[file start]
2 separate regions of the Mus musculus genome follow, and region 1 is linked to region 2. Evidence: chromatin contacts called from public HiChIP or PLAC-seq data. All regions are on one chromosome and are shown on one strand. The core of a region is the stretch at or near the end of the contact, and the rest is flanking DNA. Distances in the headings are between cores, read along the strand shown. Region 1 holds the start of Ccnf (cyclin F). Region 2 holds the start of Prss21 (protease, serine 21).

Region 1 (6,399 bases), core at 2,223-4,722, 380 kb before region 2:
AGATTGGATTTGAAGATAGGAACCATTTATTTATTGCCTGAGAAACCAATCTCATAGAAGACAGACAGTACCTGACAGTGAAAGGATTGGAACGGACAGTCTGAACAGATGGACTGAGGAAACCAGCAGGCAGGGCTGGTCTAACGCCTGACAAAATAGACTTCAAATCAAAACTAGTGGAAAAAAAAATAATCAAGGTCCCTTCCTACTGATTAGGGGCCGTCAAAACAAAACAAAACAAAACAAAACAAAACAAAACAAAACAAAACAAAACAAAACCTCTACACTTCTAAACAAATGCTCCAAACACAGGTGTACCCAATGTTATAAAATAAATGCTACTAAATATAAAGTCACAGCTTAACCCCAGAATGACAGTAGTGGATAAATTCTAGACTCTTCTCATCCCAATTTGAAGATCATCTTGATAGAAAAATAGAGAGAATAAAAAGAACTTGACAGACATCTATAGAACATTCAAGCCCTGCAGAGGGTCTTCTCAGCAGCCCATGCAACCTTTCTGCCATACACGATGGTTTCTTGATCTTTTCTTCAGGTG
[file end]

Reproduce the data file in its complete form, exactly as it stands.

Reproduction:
2 separate regions of the Mus musculus genome follow, and region 1 is linked to region 2. Evidence: chromatin contacts called from public HiChIP or PLAC-seq data. All regions are on one chromosome and are shown on one strand. The core of a region is the stretch at or near the end of the contact, and the rest is flanking DNA. Distances in the headings are between cores, read along the strand shown. Region 1 holds the start of Ccnf (cyclin F). Region 2 holds the start of Prss21 (protease, serine 21).

Region 1 (6,399 bases), core at 2,223-4,722, 380 kb before region 2:
AGATTGGATTTGAAGATAGGAACCATTTATTTATTGCCTGAGAAACCAATCTCATAGAAGACAGACAGTACCTGACAGTGAAAGGATTGGAACGGACAGTCTGAACAGATGGACTGAGGAAACCAGCAGGCAGGGCTGGTCTAACGCCTGACAAAATAGACTTCAAATCAAAACTAGTGGAAAAAAAAATAATCAAGGTCCCTTCCTACTGATTAGGGGCCGTCAAAACAAAACAAAACAAAACAAAACAAAACAAAACAAAACAAAACAAAACAAAACCTCTACACTTCTAAACAAATGCTCCAAACACAGGTGTACCCAATGTTATAAAATAAATGCTACTAAATATAAAGTCACAGCTTAACCCCAGAATGACAGTAGTGGATAAATTCTAGACTCTTCTCATCCCAATTTGAAGATCATCTTGATAGAAAAATAGAGAGAATAAAAAGAACTTGACAGACATCTATAGAACATTCAAGCCCTGCAGAGGGTCTTCTCAGCAGCCCATGCAACCTTTCTGCCATACACGATGGTTTCTTGATCTTTTCTTCAGGTG